Bangalore: The Indian School of Business, backed by some of the leading global companies, has been dealt another black eye with an executive board member charged over the largest hedge fund insider-trading scheme.
Billionaire Galleon Group founder Raj Rajaratnam and five others, were charged by US investigators on Friday in an insider-trading case, generating profits of more than $20 million over several years.
Among those charged, Anil Kumar, a director at consulting firm McKinsey & Co., is on the executive board of the Indian School of Business (ISB), a premier management institute which was placed second among Asia’s business schools this year.
“The incident is strange and shocking,” said Rishi Sahai, managing director of Cogence Advisors, a New Delhi-based corporate advisory firm. “Greed has overpowered all the corporate and management rationalities.”
Kumar, 51, a resident of Saratoga, California, is a friend of Rajaratnam’s and a direct or indirect investor in certain Galleon funds.
Located in the southern Indian city and technology hub of Hyderabad, the school’s governing board reads like a mini-Who’s Who of global business, drawing on leaders from LVMH and Dell to Citigroup and Goldman Sachs.
The school has academic alliances with the Kellogg School of Management at Northwestern University, the Wharton School at the University of Pennsylvania, and the London Business School with an aim to bring in the best of global management practices.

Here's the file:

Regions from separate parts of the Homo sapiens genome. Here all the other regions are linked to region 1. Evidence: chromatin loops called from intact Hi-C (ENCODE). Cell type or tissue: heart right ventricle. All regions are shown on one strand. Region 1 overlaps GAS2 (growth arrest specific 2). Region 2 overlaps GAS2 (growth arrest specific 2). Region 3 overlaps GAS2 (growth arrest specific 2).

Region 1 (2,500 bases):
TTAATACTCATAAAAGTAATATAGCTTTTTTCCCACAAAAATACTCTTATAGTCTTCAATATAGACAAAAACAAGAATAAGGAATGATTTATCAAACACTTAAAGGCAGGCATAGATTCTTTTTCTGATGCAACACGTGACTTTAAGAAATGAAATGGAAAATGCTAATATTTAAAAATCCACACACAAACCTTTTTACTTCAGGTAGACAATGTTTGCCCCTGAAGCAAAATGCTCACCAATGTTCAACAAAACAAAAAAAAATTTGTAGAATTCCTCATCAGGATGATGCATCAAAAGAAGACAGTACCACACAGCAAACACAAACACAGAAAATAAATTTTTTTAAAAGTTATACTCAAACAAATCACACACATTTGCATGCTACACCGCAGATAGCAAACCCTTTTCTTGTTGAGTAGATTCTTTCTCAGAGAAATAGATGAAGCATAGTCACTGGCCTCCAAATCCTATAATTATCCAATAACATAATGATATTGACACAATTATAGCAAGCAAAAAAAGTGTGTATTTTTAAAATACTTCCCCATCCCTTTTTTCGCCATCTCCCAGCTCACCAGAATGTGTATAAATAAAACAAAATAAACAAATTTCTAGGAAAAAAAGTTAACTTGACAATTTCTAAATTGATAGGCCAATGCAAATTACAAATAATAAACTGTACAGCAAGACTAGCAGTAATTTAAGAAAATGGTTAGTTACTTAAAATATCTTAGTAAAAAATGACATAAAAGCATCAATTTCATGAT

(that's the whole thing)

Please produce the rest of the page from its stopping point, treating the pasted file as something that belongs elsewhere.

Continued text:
The ISB, meant to rival prestigious the country’s Indian Institutes of Management, boasts air-conditioned lecture theatres, a mix of four-bedroom and studio apartments, swimming pool, gymnasium, and yoga and aerobics centres.
ISB was dealt a blow in January after its dean Mendu Rammohan Rao resigned following widespread protests over his role as a board member of fraud-tainted Satyam Computer Services.
In December, Satyam made a botched attempt to buy construction firms in which management held stakes. The decision was announced after a board meeting attended by Rao, among others. Satyam’s founder Ramalinga Raju later confessed the attempt to acquire the firms was made to cover up gaps in the company’s balance sheet that had been inflated for many years.
“Incidents like these make it amply clear that corporates and other institutions should go for better screening processes when selecting board members instead of just focussing on an individual’s industry profile,” Sahai said.
The ISB, conceived in 1995, formally started operation in 2001 as a not-for-profit organisation.
The ISB ranked 15th in the Financial Times 2009 global MBA rankings, and placed second among Asia’s business schools.
Kumar has sought leave from the board of the Indian School of Business “until he sorts this out,” Dean Ajit Rangnekar said.
Kumar had an “enthusiastic” approach towards the school and was of “huge help”, he said. “(It’s) shocking. We need to wait and see,” Rangnekar said.
“Unfortunate things happen.”